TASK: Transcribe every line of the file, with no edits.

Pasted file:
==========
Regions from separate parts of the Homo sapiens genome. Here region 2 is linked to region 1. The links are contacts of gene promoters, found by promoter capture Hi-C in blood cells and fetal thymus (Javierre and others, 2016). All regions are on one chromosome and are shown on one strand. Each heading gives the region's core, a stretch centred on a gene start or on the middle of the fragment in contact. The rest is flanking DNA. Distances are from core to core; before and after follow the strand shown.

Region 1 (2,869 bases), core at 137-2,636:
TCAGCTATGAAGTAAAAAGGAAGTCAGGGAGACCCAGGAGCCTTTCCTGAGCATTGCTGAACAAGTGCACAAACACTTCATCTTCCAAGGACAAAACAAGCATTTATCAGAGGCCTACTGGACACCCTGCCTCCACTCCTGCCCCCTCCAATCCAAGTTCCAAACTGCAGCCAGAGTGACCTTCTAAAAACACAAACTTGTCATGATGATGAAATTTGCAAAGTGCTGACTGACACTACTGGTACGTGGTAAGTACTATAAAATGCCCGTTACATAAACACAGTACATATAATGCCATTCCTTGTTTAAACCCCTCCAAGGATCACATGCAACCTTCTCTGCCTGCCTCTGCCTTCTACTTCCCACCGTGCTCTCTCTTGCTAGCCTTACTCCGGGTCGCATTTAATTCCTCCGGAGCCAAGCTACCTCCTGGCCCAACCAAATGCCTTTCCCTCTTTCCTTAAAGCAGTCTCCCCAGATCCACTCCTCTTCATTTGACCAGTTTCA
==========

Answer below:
Regions from separate parts of the Homo sapiens genome. Here region 2 is linked to region 1. The links are contacts of gene promoters, found by promoter capture Hi-C in blood cells and fetal thymus (Javierre and others, 2016). All regions are on one chromosome and are shown on one strand. Each heading gives the region's core, a stretch centred on a gene start or on the middle of the fragment in contact. The rest is flanking DNA. Distances are from core to core; before and after follow the strand shown.

Region 1 (2,869 bases), core at 137-2,636:
TCAGCTATGAAGTAAAAAGGAAGTCAGGGAGACCCAGGAGCCTTTCCTGAGCATTGCTGAACAAGTGCACAAACACTTCATCTTCCAAGGACAAAACAAGCATTTATCAGAGGCCTACTGGACACCCTGCCTCCACTCCTGCCCCCTCCAATCCAAGTTCCAAACTGCAGCCAGAGTGACCTTCTAAAAACACAAACTTGTCATGATGATGAAATTTGCAAAGTGCTGACTGACACTACTGGTACGTGGTAAGTACTATAAAATGCCCGTTACATAAACACAGTACATATAATGCCATTCCTTGTTTAAACCCCTCCAAGGATCACATGCAACCTTCTCTGCCTGCCTCTGCCTTCTACTTCCCACCGTGCTCTCTCTTGCTAGCCTTACTCCGGGTCGCATTTAATTCCTCCGGAGCCAAGCTACCTCCTGGCCCAACCAAATGCCTTTCCCTCTTTCCTTAAAGCAGTCTCCCCAGATCCACTCCTCTTCATTTGACCAGTTTCA